Aboriginal children receive vital water safety education at Fitzroy Crossing

26 November 2020

Dozens of children from two remote Aboriginal communities outside Fitzroy Crossing have enjoyed learning vital swimming and water safety skills this term, through our delivery of the Department of Education’s Interm Swimming program atStudents with their instructors holding their Swim and Survive packs the Fitzroy Crossing Remote Aboriginal Swimming Pool. The program is part of a service agreement between Royal Life Saving WA and the Department of Education to ensure children in remote communities have access to learn to stay safe around the water.

Recent data shows that Aboriginal children are 14 times more likely to be involved in a fatal drowning incident than non-Aboriginal children in our state. Overall, half of children who fatally drowned over the past ten years were Aboriginal. Limited water safety awareness combined with very low participation levels in swimming and water safety programs have been noted as key factors in these statistics, so Royal Life Saving and the Department of Education are working together to ensure Aboriginal children have opportunities to take part in swimming and water safety lessons.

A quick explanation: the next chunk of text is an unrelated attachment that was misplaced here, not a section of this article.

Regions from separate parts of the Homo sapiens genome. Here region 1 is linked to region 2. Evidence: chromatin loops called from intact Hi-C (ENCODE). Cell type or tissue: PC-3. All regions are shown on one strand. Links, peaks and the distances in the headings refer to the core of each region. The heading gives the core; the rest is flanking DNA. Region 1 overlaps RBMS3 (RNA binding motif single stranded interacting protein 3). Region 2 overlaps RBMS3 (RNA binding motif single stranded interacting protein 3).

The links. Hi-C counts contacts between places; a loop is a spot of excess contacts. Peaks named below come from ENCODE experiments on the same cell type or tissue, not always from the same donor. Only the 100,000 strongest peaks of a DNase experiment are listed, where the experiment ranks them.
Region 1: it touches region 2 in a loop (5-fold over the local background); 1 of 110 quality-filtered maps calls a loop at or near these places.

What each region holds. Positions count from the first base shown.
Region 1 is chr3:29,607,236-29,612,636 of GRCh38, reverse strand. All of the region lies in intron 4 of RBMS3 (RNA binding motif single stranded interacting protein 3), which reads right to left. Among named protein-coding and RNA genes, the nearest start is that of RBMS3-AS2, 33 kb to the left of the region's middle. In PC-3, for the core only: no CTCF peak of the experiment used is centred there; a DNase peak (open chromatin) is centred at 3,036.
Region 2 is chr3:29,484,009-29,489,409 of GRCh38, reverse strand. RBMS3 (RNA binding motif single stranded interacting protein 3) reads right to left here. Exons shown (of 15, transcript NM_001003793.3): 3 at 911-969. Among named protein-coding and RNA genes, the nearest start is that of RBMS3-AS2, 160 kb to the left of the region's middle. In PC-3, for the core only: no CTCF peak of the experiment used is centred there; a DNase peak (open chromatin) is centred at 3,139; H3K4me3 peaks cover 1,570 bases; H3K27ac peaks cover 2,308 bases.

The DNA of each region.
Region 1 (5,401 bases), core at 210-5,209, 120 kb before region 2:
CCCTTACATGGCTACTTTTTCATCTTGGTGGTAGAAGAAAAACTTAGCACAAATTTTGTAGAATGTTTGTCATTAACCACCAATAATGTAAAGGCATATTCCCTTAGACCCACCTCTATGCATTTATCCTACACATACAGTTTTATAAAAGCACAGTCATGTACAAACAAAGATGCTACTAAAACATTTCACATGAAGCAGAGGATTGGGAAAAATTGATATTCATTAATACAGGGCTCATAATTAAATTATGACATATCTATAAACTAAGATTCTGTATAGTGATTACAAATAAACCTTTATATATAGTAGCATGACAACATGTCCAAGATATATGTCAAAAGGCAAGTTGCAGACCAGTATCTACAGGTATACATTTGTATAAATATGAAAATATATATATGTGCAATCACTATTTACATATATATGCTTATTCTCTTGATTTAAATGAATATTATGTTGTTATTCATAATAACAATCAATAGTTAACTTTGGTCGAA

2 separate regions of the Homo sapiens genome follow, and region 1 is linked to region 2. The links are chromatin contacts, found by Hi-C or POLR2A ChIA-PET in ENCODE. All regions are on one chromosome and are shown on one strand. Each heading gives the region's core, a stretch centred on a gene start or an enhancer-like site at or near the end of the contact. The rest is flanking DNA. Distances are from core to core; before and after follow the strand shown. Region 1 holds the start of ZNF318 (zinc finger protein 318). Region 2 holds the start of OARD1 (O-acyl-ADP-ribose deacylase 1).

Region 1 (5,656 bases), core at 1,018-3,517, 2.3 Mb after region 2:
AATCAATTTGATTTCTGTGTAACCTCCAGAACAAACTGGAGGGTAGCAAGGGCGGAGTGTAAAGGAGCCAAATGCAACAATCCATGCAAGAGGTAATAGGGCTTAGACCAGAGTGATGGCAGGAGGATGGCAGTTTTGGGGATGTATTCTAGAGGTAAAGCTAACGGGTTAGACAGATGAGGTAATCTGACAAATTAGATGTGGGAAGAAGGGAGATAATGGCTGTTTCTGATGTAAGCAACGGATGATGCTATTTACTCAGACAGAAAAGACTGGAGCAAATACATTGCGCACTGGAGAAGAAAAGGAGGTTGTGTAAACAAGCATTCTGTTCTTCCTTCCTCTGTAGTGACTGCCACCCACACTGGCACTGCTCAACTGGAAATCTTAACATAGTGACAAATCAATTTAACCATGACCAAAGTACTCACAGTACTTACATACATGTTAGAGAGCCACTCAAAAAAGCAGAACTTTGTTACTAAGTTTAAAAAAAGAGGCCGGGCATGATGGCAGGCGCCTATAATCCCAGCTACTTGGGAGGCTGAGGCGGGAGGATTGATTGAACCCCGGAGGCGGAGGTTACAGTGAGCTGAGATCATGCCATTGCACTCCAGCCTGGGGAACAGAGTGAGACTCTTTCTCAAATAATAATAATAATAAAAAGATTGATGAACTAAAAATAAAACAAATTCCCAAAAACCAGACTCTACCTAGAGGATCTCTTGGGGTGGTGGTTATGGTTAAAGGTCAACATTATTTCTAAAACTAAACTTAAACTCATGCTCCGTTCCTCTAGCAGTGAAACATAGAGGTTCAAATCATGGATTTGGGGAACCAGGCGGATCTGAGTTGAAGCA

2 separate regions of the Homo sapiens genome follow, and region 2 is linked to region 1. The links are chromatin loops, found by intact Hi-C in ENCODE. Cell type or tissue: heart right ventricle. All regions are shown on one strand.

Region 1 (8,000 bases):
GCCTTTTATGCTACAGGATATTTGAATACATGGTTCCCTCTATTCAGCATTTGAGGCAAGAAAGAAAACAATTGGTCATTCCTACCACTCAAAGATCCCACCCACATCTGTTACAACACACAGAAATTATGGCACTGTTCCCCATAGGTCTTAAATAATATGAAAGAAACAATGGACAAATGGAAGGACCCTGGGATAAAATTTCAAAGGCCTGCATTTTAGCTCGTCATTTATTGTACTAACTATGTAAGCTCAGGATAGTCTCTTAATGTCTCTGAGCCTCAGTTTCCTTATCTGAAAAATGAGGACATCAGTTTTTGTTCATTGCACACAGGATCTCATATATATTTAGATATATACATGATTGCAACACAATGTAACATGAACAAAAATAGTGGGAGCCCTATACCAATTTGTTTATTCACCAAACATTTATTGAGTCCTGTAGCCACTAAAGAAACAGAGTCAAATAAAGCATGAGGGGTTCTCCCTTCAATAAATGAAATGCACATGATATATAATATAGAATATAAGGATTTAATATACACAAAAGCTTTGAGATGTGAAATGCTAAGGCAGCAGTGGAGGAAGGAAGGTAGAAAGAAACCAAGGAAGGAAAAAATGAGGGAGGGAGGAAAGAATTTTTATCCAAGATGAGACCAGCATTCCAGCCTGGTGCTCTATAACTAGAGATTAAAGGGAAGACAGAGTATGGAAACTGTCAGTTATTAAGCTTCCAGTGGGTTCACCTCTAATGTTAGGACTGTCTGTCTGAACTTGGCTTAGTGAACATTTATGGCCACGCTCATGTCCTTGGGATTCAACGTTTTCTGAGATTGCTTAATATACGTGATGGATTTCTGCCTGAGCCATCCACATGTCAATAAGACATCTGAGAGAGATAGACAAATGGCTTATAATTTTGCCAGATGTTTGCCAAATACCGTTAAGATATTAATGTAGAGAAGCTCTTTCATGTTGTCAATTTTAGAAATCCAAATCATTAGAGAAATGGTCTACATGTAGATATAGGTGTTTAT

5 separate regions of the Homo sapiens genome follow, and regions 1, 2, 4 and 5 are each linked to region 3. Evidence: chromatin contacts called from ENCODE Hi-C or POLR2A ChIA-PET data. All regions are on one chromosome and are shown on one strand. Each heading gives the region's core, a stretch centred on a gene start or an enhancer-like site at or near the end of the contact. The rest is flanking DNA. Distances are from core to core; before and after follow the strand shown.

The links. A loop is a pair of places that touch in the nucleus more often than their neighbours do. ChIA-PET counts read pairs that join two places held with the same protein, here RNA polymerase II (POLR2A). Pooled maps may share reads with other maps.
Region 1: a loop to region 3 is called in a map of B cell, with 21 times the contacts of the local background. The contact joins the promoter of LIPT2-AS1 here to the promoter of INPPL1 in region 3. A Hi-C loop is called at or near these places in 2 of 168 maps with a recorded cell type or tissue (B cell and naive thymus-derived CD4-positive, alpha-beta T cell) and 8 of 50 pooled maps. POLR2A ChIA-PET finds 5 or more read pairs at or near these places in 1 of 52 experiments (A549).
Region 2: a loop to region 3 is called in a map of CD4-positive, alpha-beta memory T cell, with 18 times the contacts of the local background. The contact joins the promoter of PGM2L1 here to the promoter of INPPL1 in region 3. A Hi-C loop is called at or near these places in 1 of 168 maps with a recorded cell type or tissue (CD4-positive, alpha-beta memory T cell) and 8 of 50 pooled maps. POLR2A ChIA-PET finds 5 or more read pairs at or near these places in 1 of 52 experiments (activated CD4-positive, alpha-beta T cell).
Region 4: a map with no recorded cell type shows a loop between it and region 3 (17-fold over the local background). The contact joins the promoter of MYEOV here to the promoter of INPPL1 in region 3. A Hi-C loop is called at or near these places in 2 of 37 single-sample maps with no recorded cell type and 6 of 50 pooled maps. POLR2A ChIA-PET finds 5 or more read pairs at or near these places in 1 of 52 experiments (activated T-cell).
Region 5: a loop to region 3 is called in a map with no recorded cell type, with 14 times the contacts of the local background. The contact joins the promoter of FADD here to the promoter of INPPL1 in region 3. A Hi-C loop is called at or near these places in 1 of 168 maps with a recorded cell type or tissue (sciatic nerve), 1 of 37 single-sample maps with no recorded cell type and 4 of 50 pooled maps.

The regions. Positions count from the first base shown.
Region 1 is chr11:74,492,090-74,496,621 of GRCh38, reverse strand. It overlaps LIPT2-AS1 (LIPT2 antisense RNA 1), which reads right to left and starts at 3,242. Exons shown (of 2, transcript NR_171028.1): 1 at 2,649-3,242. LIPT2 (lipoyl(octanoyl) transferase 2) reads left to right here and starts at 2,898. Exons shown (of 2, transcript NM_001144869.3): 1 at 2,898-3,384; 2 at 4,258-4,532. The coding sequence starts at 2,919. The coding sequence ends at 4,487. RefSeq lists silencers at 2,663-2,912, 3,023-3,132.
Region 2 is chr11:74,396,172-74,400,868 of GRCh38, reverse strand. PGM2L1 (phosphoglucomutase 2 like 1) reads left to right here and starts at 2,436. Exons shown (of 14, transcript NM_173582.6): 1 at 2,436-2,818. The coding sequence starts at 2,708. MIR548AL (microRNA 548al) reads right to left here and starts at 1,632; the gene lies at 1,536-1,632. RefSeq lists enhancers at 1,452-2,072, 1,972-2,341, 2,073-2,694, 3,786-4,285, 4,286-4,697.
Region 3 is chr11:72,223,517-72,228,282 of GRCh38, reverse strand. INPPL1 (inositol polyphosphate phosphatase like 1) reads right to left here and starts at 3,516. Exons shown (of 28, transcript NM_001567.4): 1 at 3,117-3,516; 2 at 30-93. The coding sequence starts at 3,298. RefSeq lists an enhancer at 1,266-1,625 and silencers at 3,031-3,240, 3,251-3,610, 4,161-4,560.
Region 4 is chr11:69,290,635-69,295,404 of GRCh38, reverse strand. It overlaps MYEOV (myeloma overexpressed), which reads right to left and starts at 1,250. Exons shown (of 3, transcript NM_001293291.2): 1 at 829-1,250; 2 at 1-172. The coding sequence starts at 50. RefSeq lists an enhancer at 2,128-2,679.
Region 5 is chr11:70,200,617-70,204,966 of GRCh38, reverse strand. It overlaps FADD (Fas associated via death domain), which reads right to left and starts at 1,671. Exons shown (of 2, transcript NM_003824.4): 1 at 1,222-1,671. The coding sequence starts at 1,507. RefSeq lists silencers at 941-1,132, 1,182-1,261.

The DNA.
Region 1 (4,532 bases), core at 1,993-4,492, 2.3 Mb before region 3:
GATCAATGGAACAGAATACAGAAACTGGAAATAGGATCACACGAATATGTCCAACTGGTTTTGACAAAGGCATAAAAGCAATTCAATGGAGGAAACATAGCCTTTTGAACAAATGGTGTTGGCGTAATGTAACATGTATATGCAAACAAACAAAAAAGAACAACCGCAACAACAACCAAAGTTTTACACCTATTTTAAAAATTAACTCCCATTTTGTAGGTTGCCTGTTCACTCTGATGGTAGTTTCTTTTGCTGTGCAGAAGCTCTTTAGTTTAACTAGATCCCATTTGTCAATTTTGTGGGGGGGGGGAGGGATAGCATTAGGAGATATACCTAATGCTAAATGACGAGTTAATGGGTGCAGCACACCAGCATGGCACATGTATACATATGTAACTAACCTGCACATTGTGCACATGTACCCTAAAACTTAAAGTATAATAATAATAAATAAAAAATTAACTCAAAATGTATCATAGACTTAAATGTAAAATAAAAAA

12 children from Djugerari and 35 from Wangkatjunka, communities about 110 kilometres from Fitzroy Crossing, travelled into town to take part in the recent program. The swimming lessons were facilitated by Pool Manager Adele Caporn and swimming instructor Zoe Ross, who’s travelled to the town from Perth this term to assist the Fitzroy team.

Adele and Trevor Caporn with Brenton receiving his thank you giftThe pair also received assistance from Brenton, who has been working at Wangkatjunka Remote Community School for eight years, and assisting Adele to run swimming lessons at Fitzroy Crossing for the past five years. Brenton and his wife are soon transferring to a school in Perth so Pool Manager Trevor and Adele presented him with a voucher and Swim and Survive pack to thank him for all his help, and wish him well for the future.

Children from Pre-Primary right through to Year 6 took part in the swimming lessons, learning basic swimming and survival skills along with enjoying a special swimming carnival and raft building. All those who took part received Swim and Survive packs and certificates for their participation.

Our Remote Aboriginal Swimming Pools are supported by the Department of Communities and Principal Community Partner BHP. You can read more about the impact these pools are having in remote areas of WA at the link below.

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